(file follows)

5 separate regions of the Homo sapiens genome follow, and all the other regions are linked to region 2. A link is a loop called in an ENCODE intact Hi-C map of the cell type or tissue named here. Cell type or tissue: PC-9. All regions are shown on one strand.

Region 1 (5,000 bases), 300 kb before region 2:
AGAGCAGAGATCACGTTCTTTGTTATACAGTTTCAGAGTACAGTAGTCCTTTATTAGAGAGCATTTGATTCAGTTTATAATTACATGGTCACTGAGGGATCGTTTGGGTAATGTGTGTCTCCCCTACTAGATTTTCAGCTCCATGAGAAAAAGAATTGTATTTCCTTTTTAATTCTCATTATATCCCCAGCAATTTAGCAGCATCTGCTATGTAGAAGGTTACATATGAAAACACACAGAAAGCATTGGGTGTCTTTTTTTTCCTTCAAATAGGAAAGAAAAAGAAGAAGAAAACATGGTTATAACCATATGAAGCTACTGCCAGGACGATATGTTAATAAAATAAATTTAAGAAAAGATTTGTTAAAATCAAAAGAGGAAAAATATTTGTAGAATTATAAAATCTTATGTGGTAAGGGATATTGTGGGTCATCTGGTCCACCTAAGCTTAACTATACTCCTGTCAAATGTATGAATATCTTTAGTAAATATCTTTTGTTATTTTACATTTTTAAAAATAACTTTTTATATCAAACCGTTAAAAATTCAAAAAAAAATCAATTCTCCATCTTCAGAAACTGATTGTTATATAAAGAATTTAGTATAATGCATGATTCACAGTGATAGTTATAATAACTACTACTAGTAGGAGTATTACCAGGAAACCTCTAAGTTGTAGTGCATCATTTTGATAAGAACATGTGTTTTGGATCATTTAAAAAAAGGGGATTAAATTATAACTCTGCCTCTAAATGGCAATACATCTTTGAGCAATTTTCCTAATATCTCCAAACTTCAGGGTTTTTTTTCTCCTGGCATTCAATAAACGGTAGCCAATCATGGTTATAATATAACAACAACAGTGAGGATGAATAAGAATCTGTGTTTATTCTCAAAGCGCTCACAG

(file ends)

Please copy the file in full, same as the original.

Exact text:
5 separate regions of the Homo sapiens genome follow, and all the other regions are linked to region 2. A link is a loop called in an ENCODE intact Hi-C map of the cell type or tissue named here. Cell type or tissue: PC-9. All regions are shown on one strand.

Region 1 (5,000 bases), 300 kb before region 2:
AGAGCAGAGATCACGTTCTTTGTTATACAGTTTCAGAGTACAGTAGTCCTTTATTAGAGAGCATTTGATTCAGTTTATAATTACATGGTCACTGAGGGATCGTTTGGGTAATGTGTGTCTCCCCTACTAGATTTTCAGCTCCATGAGAAAAAGAATTGTATTTCCTTTTTAATTCTCATTATATCCCCAGCAATTTAGCAGCATCTGCTATGTAGAAGGTTACATATGAAAACACACAGAAAGCATTGGGTGTCTTTTTTTTCCTTCAAATAGGAAAGAAAAAGAAGAAGAAAACATGGTTATAACCATATGAAGCTACTGCCAGGACGATATGTTAATAAAATAAATTTAAGAAAAGATTTGTTAAAATCAAAAGAGGAAAAATATTTGTAGAATTATAAAATCTTATGTGGTAAGGGATATTGTGGGTCATCTGGTCCACCTAAGCTTAACTATACTCCTGTCAAATGTATGAATATCTTTAGTAAATATCTTTTGTTATTTTACATTTTTAAAAATAACTTTTTATATCAAACCGTTAAAAATTCAAAAAAAAATCAATTCTCCATCTTCAGAAACTGATTGTTATATAAAGAATTTAGTATAATGCATGATTCACAGTGATAGTTATAATAACTACTACTAGTAGGAGTATTACCAGGAAACCTCTAAGTTGTAGTGCATCATTTTGATAAGAACATGTGTTTTGGATCATTTAAAAAAAGGGGATTAAATTATAACTCTGCCTCTAAATGGCAATACATCTTTGAGCAATTTTCCTAATATCTCCAAACTTCAGGGTTTTTTTTCTCCTGGCATTCAATAAACGGTAGCCAATCATGGTTATAATATAACAACAACAGTGAGGATGAATAAGAATCTGTGTTTATTCTCAAAGCGCTCACAG